“The CCC is right to urge government to move faster to reach net zero by taking a series of key steps which will benefit consumers by delivering cheap energy, as well as slashing carbon emissions. As their latest report states, low-cost offshore wind will play a major role as the backbone of our future power system with up to 140GW installed by 2050 – a fourteen-fold increase in our current capacity – and we also need a ramping up of onshore wind and innovative technologies like floating wind, tidal stream and renewable hydrogen to get there.
“The report highlights the fact that this will deliver tens of thousands of new jobs throughout the UK, especially including regions which need levelling up most, as part of the Just Transition from fossil fuels to renewables. As the report points out, certainty over consenting issues and auctions for contracts to generate power will help to increase investment in the UK renewable energy supply chain.
“Billions of pounds in investment by the private sector will help to achieve this. The CCC highlights the fact that this can only be achieved by Government enabling the construction of new grid infrastructure for offshore wind, and ensuring that the planning system is improved by resourcing environmental bodies appropriately, as well as working closely with other sea users and addressing aviation radar issues.
“Another vital measure highlighted by the CCC is enabling older onshore wind farms to re-power with even more efficient turbines when they reach the end of their 25-year lifespan. The report suggests almost doubling onshore wind capacity overall to 25-30GW by 2050 in order to generate low-cost power for consumers. Taking these steps will demonstrate that the UK government is leading efforts to tackle dangerous climate change in the run up to COP26 in Glasgow next year, where we can demonstrate global leadership on the biggest long-term threat all of us are facing.”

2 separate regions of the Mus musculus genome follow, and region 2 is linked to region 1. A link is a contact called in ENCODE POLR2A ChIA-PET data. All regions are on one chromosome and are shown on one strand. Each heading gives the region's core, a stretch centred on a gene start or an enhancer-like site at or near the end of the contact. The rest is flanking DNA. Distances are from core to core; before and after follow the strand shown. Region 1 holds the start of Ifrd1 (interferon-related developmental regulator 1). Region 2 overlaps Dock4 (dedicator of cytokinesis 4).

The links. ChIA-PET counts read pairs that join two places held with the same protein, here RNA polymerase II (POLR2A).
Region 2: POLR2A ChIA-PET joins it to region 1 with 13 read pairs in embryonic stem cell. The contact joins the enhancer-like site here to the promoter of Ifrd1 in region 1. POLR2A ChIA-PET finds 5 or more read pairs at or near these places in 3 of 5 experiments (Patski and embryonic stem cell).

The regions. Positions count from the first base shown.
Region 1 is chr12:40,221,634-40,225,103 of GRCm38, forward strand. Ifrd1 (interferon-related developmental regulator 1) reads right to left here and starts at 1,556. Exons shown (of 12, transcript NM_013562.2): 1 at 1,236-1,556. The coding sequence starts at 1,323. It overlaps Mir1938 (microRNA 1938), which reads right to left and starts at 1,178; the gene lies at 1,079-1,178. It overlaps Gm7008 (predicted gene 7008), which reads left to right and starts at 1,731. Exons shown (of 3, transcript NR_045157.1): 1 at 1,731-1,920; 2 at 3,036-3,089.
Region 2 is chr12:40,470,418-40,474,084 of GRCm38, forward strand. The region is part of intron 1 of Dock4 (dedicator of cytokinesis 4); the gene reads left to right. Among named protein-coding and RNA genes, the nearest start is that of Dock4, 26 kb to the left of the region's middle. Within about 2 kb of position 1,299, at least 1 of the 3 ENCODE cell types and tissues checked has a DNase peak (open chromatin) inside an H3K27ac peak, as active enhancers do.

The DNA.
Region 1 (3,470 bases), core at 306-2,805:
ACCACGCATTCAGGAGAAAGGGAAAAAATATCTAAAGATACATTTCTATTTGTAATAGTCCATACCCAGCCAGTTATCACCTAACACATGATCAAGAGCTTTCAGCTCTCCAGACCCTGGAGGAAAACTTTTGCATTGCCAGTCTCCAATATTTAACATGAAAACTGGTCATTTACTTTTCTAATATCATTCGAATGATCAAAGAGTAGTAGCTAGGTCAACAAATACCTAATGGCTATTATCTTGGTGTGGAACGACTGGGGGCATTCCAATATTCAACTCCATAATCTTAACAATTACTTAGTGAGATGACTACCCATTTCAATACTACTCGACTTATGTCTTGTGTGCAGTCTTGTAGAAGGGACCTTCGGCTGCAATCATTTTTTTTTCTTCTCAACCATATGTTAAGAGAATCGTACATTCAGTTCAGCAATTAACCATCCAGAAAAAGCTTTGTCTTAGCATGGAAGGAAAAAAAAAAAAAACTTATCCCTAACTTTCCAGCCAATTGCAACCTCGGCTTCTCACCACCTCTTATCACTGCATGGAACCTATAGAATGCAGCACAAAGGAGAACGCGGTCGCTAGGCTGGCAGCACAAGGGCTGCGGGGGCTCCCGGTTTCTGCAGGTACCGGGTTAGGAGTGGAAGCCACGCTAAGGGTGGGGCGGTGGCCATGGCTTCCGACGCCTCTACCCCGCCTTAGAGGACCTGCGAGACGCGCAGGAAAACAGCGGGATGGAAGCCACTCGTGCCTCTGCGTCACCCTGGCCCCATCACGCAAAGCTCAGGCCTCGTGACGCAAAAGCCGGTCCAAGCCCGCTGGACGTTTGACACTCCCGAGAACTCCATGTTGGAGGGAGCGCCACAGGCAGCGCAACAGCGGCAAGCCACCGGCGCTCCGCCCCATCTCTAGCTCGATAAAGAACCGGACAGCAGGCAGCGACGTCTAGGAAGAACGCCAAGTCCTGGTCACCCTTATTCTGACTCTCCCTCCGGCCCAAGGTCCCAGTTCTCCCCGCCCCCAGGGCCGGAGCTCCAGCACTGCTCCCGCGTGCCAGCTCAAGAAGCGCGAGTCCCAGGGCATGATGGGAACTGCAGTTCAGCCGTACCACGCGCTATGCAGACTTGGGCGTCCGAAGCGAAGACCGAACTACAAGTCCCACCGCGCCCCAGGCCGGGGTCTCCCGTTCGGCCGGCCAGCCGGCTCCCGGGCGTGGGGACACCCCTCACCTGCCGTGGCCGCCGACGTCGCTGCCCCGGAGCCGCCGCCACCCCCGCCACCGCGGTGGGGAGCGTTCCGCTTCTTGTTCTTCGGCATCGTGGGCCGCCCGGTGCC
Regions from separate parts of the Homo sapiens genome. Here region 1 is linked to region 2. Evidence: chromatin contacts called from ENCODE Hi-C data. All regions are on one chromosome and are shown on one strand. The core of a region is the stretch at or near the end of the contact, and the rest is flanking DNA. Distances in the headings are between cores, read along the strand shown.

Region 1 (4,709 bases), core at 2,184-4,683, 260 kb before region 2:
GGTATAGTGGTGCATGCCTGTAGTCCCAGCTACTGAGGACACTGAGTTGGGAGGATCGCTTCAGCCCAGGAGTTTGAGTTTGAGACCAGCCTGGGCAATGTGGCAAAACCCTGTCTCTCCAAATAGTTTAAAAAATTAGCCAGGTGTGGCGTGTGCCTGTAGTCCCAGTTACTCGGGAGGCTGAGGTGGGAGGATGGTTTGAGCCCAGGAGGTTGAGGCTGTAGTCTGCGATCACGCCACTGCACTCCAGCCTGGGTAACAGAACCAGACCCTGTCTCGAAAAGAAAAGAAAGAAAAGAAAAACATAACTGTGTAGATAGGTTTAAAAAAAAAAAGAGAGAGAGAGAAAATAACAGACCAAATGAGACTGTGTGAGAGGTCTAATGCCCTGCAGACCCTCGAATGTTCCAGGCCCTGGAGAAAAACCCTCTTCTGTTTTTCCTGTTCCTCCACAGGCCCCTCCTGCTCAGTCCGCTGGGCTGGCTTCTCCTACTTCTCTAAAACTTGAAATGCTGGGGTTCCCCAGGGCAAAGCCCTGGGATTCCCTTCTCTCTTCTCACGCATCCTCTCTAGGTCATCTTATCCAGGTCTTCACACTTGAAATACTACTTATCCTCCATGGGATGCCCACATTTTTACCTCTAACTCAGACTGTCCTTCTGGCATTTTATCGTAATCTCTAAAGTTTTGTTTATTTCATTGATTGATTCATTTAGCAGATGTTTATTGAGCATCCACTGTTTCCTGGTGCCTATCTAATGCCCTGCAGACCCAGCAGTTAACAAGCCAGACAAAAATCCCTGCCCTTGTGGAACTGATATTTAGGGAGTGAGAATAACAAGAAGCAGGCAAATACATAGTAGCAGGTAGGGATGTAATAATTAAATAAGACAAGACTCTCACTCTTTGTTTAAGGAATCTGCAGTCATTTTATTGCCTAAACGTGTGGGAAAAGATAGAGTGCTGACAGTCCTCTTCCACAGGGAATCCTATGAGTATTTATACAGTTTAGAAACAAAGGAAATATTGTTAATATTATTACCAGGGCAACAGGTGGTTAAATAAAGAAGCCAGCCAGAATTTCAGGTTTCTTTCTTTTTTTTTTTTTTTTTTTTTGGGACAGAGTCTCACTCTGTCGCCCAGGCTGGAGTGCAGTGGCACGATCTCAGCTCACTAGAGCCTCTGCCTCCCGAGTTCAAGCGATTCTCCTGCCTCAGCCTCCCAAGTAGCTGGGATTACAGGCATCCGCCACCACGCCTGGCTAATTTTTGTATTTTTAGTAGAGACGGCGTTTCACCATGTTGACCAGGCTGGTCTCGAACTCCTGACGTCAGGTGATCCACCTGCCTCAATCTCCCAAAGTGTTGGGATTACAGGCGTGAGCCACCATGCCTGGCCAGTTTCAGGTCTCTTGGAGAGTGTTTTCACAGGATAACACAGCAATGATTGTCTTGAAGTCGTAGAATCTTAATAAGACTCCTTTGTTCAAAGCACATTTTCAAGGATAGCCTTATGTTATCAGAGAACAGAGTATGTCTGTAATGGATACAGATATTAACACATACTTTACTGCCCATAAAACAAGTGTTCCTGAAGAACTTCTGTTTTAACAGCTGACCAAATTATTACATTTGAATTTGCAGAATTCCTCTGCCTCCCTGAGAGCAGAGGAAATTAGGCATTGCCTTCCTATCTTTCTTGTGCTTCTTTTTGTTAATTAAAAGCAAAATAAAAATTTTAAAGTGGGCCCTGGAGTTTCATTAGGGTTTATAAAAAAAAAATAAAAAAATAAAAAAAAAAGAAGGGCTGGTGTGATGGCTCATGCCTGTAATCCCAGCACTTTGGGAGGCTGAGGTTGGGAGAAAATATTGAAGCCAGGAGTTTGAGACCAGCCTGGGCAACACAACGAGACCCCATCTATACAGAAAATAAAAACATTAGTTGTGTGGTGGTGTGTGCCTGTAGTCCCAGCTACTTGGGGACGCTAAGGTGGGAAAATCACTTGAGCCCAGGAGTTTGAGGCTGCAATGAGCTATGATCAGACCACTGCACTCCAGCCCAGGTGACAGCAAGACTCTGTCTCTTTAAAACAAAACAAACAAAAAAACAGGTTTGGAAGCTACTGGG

Drax CEO, Will Gardiner, said:
“The government’s new 68 per cent NDC commitment last week, alongside this report, reinforce how net zero will only be achievable through negative emissions and sustainable BECCS in the UK. This world-leading technology can showcase the UK’s global leadership in the run up to COP26 in Glasgow next year.”
Stewart Clements, director of the Heating and Hotwater Industry Council (HHIC), said:
“We welcome the CCC’s ambition to have 5.5 million Heat Pumps installed by 2030 and also the recognition of hydrogen and the real potential it offers to decarbonise heat, affordably. HHIC represents the whole heating sector and we will be working with our members to understand the implications of this report and how we can assist BEIS with the transition. As an industry we are committed to helping and supporting the UK reach our carbon reduction targets.”
“However, we must proceed with caution. Having ambition is positive but we have to be prepared for what happens if we can’t meet that ambition. The accelerated timelines will be very difficult to achieve in practice. BEIS need to urgently engage with the heating industry to fully understand what we can start to deliver, and what we will need to put into place.
“For example more work is going to be needed on reskilling the workforce and developing supply chains. Red tape will need to be reduced to allow greater participation in government support schemes like the RHI and Green Homes Grant. If a collaborative approach is adopted the heating industry is confident it can reduce emissions to meet our net zero goals.”
Tom Greatrex, chief executive of the Nuclear Industry Association (NIA), said:
“The CCC’s recommendation that we should build enough new nuclear to replace the current fleet by 2035 is a good start, but we will have to build twice that amount to be on track for net zero. Right now, we regularly rely on gas and coal for most of our power, and we need to replace all of it in the next 15 years. Nuclear is our only proven source of firm, emissions-free power that can do that. It also has one of the lowest lifecycle carbon footprints of any generating source, 14 times lower than gas with CCS, and has saved more in emissions than any other generating source in our history. Replacing the current fleet should be the starting point, not the limit, of our ambition.”
Crispin Truman, chief executive of CPRE, the countryside charity, said: